Ceux d’en Face
(Soleil Zeuhl 07 // CD) Out of print
François THOLLOT is a talented French multi instrumentist (guitar, bass, drums and piano) deeply influenced by the Zeuhl school, especially by Present in its more recent incarnation. “Ceux d’en face” is his first recording ever published, recorded in 2000. The music is dark and tormented, propelled by heavy and throbbing basslines, in the Zeuhl tradition we enjoy ! The piano gives both the melody and the rhythm. François’ guitar (his primarly instrument) is over the top, dark, menacing….. All tracks are very composed and played with passion. A total of 7 tracks (47 minutes), all instrumental. Highly recommended to fans of Present, Univers Zéro, early Peter Frohmader, Simon Steenland and in general to any Zeuhl fans…
Thollot is a solo composer and musician hailing from Lyon, France, with no previous releases to his name, no membership in any known bands, and no session work… he basically comes fresh out of nowhere.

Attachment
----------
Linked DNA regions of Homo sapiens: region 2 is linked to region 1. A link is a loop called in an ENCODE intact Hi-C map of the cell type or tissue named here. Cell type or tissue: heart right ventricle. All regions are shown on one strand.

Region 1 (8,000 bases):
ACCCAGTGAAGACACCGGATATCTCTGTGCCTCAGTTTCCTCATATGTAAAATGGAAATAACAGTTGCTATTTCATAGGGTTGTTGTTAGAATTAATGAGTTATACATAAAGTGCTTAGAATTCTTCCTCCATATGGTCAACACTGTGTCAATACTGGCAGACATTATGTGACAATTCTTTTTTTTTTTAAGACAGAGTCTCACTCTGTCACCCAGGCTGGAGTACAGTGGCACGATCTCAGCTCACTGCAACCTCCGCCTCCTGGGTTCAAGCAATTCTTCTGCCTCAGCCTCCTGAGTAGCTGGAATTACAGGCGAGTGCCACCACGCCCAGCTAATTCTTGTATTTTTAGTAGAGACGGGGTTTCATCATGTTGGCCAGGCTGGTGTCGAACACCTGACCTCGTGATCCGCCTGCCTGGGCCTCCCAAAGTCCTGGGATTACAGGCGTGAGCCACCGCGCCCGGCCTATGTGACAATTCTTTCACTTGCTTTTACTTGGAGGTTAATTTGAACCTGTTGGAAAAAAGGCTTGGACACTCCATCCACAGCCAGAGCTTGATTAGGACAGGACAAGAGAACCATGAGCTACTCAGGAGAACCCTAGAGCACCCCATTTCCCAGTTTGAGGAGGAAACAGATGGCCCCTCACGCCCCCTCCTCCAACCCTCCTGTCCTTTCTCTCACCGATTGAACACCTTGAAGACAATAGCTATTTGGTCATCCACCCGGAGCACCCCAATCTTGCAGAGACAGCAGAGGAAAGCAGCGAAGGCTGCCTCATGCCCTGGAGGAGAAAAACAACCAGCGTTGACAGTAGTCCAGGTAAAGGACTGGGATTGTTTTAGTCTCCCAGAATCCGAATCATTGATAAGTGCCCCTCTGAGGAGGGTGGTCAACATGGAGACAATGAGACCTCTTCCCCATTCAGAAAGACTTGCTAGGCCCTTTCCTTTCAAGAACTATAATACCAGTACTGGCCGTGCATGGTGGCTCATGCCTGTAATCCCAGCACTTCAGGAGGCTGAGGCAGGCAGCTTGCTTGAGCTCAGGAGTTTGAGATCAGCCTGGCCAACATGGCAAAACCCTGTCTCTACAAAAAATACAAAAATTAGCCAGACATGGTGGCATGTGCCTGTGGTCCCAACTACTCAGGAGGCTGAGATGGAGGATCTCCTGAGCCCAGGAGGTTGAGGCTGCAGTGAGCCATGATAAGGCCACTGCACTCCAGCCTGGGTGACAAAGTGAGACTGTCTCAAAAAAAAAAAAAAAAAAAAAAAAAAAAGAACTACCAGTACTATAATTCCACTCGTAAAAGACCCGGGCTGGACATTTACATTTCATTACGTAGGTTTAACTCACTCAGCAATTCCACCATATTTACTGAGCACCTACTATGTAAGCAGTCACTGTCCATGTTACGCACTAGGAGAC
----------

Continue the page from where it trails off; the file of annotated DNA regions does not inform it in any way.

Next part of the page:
He is a solo artist in the truest sense – composed and arranged all of the seven tracks, and played all the instruments (guitar, piano, bass, keyboards and drums) with no help from anyone. No vocals anywhere.
Immediately after hearing the growling pulsating bass on the opening title track, I said “yeah! This is zeuhl!”; of course I more than half expected it given the excellent track record of the label that released this.
But my good friend Mr. L.H.Keeper disagreed with me, saying it was not zeuhl, but in fact chamber rock, pointing out some undeniable similarities with early Art Zoyd and Univers Zero. In fact I believe we are probably both correct; the sound here is a marriage of the two – the angular and dissonant melodics wedded to the minimalistic and cyclical tendencies (and did I mention the bass?) of bands like One Shot and (instrumental) Magma. Throw into the mix just a touch of the trancy jazz-guitar style a la Jean-Luc Chevalier (circa Saharienne or Tibet) and a lead guitar attack not unlike Marc Ceccotti (Edhels), and the result is something that is at once very powerful and potent, full of dissonance and energy, yet strewn with melody and engaging rhythmic patterns.
A Very impressive debut indeed!
Peter Thelen ( EXPOSE – Issue 25, August 2002 )